If they do the standard 7F/3D/1G protection scheme, they’ll be able to protect depth forwards like Jujhar Khaira and Dominik Kahun along with prospects like Cooper Marody or Tyler Benson. That would also leave them with a choice between Caleb Jones and Oscar Klefbom on the blueline.
We have no idea how Klefbom is going to look after having major surgery but Seattle might be interested in taking a risk. If the Oilers are concerned about their blueliners, they could do their eight skaters protection scheme. That would have them protecting McDavid, Draisaitl, Puljujarvi, Yamamoto, Nurse, Klefbom, Bear, and Jones.
Another thing to consider is that the Oilers could use Seattle as a way to offload a bad contract, making the protection list moot. Getting out from under James Neal’s contract, which costs $5,750,000 for two more seasons, might be worth a first-round pick. Remember, Edmonton doesn’t have a second- or a third-round pick this year.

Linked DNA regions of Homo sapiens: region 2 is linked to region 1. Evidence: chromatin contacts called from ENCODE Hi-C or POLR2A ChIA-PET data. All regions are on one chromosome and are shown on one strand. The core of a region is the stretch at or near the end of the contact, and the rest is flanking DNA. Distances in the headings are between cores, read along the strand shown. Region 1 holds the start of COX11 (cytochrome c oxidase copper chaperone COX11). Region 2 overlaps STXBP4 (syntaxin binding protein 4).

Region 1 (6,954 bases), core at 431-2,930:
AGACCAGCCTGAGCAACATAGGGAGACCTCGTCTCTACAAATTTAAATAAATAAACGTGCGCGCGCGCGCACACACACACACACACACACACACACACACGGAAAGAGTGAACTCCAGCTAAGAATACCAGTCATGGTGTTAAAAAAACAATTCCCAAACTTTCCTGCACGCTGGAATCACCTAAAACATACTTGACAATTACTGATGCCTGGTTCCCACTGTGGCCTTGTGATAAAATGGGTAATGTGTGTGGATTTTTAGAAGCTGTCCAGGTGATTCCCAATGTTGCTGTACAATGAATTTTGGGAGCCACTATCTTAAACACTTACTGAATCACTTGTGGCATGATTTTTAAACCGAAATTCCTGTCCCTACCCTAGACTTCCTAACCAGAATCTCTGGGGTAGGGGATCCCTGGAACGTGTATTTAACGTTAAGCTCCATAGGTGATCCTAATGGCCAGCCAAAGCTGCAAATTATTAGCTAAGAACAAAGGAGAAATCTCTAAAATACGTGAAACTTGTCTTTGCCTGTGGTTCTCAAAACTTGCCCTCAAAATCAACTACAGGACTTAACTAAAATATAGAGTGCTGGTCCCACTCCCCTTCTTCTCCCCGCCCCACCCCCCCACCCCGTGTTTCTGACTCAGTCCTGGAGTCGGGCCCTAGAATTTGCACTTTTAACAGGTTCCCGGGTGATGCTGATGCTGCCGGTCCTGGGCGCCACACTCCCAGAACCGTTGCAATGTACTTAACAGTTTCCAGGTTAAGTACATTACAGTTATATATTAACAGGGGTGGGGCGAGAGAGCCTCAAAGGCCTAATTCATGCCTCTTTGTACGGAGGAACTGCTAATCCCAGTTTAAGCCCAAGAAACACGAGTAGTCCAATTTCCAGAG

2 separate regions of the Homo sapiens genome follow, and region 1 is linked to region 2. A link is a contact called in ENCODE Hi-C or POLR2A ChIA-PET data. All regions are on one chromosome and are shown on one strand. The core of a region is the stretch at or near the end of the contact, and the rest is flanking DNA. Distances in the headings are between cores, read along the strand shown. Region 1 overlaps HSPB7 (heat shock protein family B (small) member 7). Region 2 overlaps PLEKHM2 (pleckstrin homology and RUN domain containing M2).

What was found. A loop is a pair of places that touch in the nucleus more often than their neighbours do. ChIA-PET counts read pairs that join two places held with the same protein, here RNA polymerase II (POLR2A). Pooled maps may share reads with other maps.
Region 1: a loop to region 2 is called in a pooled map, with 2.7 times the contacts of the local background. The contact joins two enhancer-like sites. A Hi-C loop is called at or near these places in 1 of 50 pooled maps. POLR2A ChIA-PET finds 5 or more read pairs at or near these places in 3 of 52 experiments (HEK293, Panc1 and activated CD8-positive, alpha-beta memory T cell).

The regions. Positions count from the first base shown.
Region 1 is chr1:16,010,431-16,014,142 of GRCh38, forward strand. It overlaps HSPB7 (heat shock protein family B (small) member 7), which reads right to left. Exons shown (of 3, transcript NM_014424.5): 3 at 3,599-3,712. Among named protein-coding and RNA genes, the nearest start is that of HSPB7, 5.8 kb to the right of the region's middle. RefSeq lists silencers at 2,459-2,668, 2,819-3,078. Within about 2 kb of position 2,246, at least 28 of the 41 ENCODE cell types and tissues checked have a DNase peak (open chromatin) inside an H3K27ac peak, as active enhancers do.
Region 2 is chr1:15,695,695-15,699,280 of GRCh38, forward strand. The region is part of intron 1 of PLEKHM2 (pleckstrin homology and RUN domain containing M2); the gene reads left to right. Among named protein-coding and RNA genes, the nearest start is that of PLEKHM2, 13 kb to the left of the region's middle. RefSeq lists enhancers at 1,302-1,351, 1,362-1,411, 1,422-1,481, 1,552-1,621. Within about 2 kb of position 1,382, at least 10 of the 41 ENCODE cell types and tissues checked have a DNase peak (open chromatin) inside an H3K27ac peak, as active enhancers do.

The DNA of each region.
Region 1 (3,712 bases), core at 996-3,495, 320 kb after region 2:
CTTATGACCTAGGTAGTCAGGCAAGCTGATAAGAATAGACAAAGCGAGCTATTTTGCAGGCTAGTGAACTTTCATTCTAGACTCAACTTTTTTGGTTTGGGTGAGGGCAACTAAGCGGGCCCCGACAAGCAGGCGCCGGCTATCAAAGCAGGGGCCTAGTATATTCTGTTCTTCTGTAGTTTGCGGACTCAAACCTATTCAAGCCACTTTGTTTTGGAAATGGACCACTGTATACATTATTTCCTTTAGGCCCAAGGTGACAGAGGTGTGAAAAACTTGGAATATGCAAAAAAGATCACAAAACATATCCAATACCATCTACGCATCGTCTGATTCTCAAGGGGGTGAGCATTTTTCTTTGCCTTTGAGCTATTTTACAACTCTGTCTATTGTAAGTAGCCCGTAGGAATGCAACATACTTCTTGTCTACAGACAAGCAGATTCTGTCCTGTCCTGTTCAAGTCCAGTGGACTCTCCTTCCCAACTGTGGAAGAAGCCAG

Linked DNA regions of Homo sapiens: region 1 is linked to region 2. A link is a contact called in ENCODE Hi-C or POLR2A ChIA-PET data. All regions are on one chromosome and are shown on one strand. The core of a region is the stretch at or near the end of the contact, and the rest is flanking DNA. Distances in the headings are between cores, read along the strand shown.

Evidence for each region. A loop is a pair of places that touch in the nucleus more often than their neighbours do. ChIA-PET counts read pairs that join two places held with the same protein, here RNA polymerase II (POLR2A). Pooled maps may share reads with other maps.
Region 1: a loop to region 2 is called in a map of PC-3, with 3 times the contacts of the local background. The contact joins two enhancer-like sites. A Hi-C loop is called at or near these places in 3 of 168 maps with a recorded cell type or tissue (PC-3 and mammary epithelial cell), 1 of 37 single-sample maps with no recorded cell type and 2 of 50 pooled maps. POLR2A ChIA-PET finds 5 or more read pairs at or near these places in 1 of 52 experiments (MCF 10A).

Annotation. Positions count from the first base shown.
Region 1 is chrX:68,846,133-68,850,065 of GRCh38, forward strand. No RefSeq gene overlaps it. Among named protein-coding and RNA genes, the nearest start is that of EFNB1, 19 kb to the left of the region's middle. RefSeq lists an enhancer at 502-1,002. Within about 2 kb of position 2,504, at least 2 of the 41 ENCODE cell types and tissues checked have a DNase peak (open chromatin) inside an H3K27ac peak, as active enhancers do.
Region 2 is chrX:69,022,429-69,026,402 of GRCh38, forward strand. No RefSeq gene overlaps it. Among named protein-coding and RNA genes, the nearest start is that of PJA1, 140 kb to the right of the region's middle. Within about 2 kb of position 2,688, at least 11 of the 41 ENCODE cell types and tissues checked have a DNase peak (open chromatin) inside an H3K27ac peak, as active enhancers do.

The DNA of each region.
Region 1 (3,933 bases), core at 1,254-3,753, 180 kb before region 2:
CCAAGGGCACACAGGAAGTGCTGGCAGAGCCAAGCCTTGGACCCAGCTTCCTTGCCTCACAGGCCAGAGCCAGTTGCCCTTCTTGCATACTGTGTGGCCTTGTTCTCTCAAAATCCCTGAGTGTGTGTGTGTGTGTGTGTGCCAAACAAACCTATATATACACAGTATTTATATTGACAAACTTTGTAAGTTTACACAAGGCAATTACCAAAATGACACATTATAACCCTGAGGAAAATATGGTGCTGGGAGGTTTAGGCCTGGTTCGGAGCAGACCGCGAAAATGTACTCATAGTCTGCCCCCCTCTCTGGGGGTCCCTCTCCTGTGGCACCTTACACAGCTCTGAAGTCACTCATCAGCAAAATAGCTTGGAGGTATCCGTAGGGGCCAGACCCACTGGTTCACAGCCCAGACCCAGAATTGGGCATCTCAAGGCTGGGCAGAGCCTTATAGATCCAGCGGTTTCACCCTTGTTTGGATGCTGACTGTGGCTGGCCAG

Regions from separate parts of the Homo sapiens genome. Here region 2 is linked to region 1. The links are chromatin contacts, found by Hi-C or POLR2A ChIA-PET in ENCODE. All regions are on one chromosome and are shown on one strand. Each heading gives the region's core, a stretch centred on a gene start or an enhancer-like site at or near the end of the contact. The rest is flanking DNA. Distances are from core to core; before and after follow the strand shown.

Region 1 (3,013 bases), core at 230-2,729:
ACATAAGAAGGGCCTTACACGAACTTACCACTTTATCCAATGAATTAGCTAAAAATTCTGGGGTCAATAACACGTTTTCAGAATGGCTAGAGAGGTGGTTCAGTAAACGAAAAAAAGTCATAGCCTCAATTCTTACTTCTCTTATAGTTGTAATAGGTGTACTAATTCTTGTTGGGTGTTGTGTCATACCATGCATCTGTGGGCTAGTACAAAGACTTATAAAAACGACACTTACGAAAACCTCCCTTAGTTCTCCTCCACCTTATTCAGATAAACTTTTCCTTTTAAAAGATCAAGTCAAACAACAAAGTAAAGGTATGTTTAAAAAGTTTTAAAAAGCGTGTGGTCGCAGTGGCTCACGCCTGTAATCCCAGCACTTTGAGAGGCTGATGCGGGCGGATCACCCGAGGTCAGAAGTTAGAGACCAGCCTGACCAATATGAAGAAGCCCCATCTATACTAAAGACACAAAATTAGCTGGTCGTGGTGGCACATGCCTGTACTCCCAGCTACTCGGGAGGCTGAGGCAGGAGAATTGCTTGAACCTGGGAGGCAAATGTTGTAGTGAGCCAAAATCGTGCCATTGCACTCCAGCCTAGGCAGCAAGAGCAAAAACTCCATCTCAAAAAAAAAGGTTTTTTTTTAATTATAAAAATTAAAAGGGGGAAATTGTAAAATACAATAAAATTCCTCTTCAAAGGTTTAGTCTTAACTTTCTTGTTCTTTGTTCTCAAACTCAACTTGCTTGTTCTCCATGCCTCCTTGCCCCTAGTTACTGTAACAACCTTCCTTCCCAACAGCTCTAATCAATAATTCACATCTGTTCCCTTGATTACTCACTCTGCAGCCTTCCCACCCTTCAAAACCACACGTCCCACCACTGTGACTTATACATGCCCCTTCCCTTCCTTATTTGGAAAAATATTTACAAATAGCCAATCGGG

Holland mentioned in his end-of-season press conference that he would consider using a buyout to free up more cap room. The obvious name here is James Neal, who scored just five goals this season, but there’s also Mikko Koskinen, who had a difficult season in net.
If the Oilers were to buy out Neal, it would cost them $1,916,667 against the cap for four seasons. That’s a $3,833,333 savings in the first two years and then an added cost of $1,916,667 for the two years after that. Elliotte Friedman mentioned on Friday that he suspects Koskinen might be the one that Holland opts to buy out. Koskinen has one more year left at $4,500,000 and would cost $1,500,000 annually for two years if bought out.